For good or for bad, Microsoft is finally stepping into the small-business cloud-computing.

Microsoft's Web-based version of its franchise Office product, branded as Office 365 ($6 per user per month), came out of private beta today with company executives flatly stating that the Internet is the one and only future for Microsoft.

"Cloud computing impacts all areas of the company," says John Betz, director of product management for the Business Online Services Group at Microsoft. "I cannot overstate how the move to the Web affects how we build, license and service our products."

If the past several months I have spent beta testing Office 365 are any indication, Betz is correct. While there are many features small business owners know -- like Word, Excel, PowerPoint and others -- Office 365 represents a fundamental shift in how Microsoft thinks about its small-business product line up.

(Full disclosure: My firm has created content for an unrelated unit of Microsoft.)

What it is:
Office 365 is a Web-based version of Microsoft's line of office software. It is divided into two major segments. One, a stripped-down, Web-based version of Outlook, Word, Excel, PowerPoint and OneNote. The other is the means to interconnect full versions Microsoft's PC-based software portfolio via the Web. The stripped down Web space features access to a Microsoft communication tool called Lync, some administrative features and other functions. It also gives a small business access to Microsoft's Exchange and SharePoint collaboration tools. And on PC software are augmented with options found inside the software that allow for collaboration, Web meetings and other forms of sharing content.

And if that is not enough to grasp, Office 365 should not be confused with other Microsoft Web-based products like Windows Live and FaceBook Docs. These offer similar features, but are aimed at consumers. For example, Hotmail email users must remember to go to WindowsLive.com, while Office 365 Outlooks users are usually directed to a login like companyname.onmicrosoft.com.

As I said, it is a big change.

What you might like:

  1. Powerful business features that work on the Web.
    Office 365 has impressive collaboration functions. Users can get every feature in Word, Excel and all the rest of the Microsoft Office software portfolio, plus the means to collaborate on that content in real time. Assuming you set it up properly, users can make comments on documents in their own handwriting, host a chat about a spreadsheet, and turn an email thread into a real-time video meeting. There are also impressive content management tools, revision management systems, and even tools that let a business decide how files should be named.
  2. First-rate security.
    Microsoft clearly sees opportunity in serving the security conscious business with Office 365. Identities are tightly managed from a centralized admin page that a nongeek small-business owner can run. Access to documents can be carefully administered and records of who changed what and when can be easily deployed.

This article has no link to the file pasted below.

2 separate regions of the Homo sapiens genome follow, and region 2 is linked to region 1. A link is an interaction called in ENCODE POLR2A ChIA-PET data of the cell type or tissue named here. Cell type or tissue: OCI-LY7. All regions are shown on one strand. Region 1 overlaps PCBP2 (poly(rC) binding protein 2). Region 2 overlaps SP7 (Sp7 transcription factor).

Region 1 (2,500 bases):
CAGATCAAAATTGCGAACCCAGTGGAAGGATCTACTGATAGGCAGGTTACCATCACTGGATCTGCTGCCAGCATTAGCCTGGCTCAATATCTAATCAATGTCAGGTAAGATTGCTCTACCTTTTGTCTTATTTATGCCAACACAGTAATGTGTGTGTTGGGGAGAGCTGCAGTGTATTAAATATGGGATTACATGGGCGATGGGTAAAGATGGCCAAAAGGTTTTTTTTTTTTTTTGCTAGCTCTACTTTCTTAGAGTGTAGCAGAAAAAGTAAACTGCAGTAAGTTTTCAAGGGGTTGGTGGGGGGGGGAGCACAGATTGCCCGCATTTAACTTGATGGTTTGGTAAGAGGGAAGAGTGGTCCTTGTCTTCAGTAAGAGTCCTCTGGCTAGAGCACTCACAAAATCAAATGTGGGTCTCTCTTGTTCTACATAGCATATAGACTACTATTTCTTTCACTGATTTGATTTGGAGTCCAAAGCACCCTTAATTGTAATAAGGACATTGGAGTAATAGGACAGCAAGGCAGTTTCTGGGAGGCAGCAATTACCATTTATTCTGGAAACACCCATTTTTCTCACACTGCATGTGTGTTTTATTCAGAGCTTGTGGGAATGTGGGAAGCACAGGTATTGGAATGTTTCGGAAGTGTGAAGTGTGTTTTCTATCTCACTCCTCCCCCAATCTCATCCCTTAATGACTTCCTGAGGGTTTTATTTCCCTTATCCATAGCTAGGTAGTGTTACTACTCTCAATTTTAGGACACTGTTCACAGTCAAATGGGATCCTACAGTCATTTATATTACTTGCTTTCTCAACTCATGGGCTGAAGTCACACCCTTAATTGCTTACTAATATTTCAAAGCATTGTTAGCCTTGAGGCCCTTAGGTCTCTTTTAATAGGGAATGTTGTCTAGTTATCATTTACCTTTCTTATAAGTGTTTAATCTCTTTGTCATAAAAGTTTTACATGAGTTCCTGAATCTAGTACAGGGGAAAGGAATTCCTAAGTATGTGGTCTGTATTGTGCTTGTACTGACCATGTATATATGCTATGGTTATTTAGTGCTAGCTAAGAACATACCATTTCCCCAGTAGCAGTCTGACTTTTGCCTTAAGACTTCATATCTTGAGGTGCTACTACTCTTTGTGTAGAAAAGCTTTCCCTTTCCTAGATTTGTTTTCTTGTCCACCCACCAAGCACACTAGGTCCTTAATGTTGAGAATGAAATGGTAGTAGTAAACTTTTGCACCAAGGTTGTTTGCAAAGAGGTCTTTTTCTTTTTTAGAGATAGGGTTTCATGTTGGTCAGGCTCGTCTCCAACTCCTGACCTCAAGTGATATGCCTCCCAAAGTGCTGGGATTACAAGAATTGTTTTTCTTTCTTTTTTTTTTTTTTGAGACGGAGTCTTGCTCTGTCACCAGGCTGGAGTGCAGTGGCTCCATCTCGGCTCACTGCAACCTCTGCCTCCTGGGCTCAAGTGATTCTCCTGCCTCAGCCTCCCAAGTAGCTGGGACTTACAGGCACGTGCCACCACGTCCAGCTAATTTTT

What you might not like:

  1. Office 365 can be very confusing.
    Besides having to wrap your brain around Microsoft becoming a Web company, there is the practical issue of having yet another Web identity, email address, log in and Web space to understand and manage. Your firm must be willing to commit the time and energy to force a fresh, often madding Web-based logic through your team who may be already overworked and distracted. One example of many issues that may need finessing: The log-in to the collaboration tool Lync requires a consumer Microsoft Live ID, and not your business Microsoft Office 365 ID. Issues such as this can be frustrating.

    The company says it will smooth out any usage or confusion issues that come up.

    "We are absolutely committed to offer this software in a simple way," says Betz. "If we do not deliver it right, we will bear the burden."
  2. The high level of security takes some getting used to.
    Yes, Office 365 takes security seriously -- almost too seriously. Sign-ins, log-ins and other security tools are nearly everywhere in Office 365. And doing simple things like a password reset requires a call to customer service, a temporary code, a call back from customer service, all of which takes a good hour from beginning to end.
  3. There are significant upgrades hidden inside Office 365.
    While the stripped-down, Web-based versions of Outlook, Word, Excel and others offer adequate collaboration and features, if you want to the full Microsoft Office suite, you will need to download software and complete a major upgrade -- which is the usual two-hour Microsoft experience.

    Betz says that many online companies require software downloads, including Apple's iTunes. And configuring Office 365 is one of the fastest and easiest on the market.

  4. High cost.
    Though $6 per user per seat is a great discount for some features, you still must pay this monthly cost on top of fees for the full versions of Word, Excel and other Microsoft Office applications. Microsoft's new business model is to charge for operating systems like Windows 7, charge again for software like Microsoft Office. And then charge again to what amounts to monthly rent for connecting that software with Office 365. That all adds up.

Bottom line:
Unfortunately, small-business users may have little choice but to get comfortable with Office 365. Virtual businesses, those who travel a lot and those using web-based tools such as Google Apps, are likely to find Office 365 a manageable transition. But those not on the cutting edge of cloud computing may struggle. But there's no escaping Microsoft's commitment to Web-based versions of its Office products. Eventually you're likely to simply have to start using Office 365.

It's just a question of when.